February 8, 2011
A new study has concluded that the recession has both "stressed and strengthened" American marriages, finding that the more economic stress couples face, the less happy they are, The New York Times reported.
The study, conducted by the National Marriage Project at the University of Virginia, revealed that while the recession has brought "considerable stress" to many American couples, it has also created stronger bonds in some relationships and delayed divorce among some unhappy couples who cannot financially afford to separate.
The survey's data is based on a nationally representative sample of 1,197 married Americans ranging from ages 18 to 45. The findings, based on information collected in December and January, offer a glimpse on how the stagnant economy has affected married couples in the US.
Overall, 82 percent of respondents said they were "very happy" or "happy" in their marriages. However, financial stress strongly predicted lower marital happiness. For men and women without financial stress, 87 percent reported being happy or very happy in marriage. By contrast, the number fell to 84 percent among those who said they had one economic worry. For those who had two or three financial concerns, only 67 percent reported being happy in marriage.
In addition, the researchers found that the economic slowdown artificially lowered divorce rates as unhappy couples tended to stay together mainly for financial reasons. In the study, about 5 percent said they were thinking about separation or divorce, but nearly 40 percent of those people said the recession had led them to delay plans to split up.
"Some people are putting off divorce until they have the financial means to go ahead with it," said Bradford Wilcox, associate professor of sociology and director of the project. "But for some couples, our data indicate that they have deepened their commitment to marriage. I think that deepened commitment will be there even after the economy improves."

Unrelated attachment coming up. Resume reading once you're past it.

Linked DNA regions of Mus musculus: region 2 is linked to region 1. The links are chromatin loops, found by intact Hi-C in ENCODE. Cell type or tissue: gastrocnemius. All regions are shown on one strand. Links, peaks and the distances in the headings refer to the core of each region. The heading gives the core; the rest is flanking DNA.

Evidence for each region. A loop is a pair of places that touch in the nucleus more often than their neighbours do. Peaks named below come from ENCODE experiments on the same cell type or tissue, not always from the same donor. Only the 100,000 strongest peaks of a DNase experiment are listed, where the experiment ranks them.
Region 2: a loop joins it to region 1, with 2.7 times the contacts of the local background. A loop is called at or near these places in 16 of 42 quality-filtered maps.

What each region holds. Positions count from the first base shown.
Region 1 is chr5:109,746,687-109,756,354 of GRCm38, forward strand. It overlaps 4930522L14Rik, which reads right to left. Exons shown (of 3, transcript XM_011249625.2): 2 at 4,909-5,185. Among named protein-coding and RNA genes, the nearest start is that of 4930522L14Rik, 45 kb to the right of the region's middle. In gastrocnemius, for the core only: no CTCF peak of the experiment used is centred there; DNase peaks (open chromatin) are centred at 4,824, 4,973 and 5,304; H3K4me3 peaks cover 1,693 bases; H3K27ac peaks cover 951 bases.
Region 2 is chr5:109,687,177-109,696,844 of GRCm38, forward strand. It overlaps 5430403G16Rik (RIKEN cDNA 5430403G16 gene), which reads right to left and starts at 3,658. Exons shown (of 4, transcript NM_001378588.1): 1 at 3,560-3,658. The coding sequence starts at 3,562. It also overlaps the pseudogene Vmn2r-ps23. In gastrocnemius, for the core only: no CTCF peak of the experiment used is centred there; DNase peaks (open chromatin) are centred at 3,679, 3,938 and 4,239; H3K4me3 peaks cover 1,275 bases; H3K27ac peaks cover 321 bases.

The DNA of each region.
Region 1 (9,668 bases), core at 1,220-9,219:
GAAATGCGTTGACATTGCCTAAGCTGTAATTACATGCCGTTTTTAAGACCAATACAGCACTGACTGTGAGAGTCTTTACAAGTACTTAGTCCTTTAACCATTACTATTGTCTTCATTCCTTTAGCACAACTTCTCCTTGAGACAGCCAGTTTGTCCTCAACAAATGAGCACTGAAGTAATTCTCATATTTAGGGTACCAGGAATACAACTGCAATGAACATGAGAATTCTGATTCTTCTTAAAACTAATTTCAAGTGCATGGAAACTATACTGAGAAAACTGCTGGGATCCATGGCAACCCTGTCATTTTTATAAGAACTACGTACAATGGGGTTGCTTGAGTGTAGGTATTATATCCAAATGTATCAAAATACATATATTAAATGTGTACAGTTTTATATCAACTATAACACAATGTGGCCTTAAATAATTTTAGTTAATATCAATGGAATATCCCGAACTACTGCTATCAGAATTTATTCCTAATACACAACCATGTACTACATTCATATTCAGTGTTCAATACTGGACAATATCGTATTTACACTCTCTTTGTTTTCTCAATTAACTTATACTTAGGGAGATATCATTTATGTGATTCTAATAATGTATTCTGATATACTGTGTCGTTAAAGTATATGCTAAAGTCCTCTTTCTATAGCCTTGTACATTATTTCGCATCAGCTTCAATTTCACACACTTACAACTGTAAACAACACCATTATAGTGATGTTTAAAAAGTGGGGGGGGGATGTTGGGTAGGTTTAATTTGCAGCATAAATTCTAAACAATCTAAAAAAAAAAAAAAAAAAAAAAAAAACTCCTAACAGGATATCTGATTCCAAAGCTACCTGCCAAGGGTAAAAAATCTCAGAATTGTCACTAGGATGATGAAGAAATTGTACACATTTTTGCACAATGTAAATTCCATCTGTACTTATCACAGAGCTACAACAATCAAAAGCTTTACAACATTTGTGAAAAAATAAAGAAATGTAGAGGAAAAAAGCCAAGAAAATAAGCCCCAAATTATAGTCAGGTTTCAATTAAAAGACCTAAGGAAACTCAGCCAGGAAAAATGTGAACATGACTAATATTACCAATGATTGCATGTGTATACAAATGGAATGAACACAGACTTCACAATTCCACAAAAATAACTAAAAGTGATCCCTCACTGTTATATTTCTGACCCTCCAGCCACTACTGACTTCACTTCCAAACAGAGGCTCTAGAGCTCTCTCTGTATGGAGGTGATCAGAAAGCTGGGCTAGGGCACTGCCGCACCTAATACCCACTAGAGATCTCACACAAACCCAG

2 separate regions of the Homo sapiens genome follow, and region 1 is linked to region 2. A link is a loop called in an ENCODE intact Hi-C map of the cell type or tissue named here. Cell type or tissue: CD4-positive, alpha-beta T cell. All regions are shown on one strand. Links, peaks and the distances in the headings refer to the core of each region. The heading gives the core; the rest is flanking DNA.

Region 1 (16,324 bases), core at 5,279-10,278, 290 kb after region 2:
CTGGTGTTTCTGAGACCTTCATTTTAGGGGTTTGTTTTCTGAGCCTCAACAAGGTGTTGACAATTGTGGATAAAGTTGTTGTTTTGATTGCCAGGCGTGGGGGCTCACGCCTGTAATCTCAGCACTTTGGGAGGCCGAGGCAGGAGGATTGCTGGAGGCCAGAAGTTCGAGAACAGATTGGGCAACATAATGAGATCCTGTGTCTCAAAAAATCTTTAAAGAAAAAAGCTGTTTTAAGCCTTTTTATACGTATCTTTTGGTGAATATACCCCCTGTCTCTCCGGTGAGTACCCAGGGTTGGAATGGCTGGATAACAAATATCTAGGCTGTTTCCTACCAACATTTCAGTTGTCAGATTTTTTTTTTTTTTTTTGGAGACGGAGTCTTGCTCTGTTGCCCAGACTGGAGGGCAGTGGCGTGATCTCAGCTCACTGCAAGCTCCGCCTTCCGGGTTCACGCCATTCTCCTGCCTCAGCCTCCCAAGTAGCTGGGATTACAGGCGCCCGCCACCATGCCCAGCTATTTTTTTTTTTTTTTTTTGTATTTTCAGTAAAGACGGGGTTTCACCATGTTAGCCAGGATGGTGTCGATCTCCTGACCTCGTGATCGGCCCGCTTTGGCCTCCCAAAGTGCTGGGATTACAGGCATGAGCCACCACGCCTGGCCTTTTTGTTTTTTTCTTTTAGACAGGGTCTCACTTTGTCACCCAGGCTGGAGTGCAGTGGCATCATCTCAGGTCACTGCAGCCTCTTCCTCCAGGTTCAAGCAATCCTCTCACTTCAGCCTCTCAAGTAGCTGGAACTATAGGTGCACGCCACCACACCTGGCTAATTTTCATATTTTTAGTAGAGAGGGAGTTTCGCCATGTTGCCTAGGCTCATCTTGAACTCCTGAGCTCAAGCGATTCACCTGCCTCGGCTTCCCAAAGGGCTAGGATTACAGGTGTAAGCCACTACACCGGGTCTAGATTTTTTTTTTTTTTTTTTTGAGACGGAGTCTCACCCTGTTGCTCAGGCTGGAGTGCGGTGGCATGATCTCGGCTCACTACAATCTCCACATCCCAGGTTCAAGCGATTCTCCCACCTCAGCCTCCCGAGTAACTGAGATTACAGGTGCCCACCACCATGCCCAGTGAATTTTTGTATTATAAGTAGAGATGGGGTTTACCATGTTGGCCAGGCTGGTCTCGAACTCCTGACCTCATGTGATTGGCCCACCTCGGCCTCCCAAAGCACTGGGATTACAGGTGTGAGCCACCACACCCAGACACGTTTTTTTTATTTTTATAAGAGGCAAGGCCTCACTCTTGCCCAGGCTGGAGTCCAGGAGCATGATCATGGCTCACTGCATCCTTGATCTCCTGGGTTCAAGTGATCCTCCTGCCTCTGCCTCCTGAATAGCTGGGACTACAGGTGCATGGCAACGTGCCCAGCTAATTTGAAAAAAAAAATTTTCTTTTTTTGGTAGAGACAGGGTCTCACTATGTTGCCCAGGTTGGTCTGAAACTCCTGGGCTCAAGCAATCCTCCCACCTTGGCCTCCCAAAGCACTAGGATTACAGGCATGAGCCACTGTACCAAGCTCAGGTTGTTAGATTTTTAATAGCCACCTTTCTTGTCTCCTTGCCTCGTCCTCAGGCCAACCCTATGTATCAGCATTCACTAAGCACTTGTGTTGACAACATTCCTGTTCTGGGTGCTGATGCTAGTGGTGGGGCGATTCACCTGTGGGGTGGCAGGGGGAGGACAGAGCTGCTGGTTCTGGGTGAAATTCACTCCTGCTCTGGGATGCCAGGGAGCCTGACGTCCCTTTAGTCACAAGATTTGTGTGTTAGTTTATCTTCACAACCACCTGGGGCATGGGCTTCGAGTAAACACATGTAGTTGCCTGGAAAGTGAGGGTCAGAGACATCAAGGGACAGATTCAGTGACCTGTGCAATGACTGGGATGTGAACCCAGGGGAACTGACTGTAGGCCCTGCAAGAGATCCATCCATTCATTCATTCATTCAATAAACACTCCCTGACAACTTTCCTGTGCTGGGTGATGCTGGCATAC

According to The Washington Post, the authors of the study also found that Americans without college degrees were affected more by the recession--including their marriages--than their college educated counterparts. A greater percentage of respondents without a college degree faced at least one type of economic hardship, compared with those with college degrees. Moreover, a higher proportion of the same group said they were at a high risk of divorce, compared to college educated married couples.
Notably, one factor that resulted in a deeper commitment to marriage was religious participation, a press release reported. Couples who attended church together reported higher marital quality and less financial stress in the face of the recession.
Compiled by CityTownInfo.com Staff
"For Some, a Recession-Proof Marriage," well.blogs.nytimes.com, February 7, 2011, Tara Parker-Pope
"Study shows recession has weighed heavily on American marriages," washingtonpost.com, February 8, 2011, Annys Shin
"Survey Finds Great Recession Has Both Stressed and Strengthened American Marriages," virginia.edu, February 7, 2011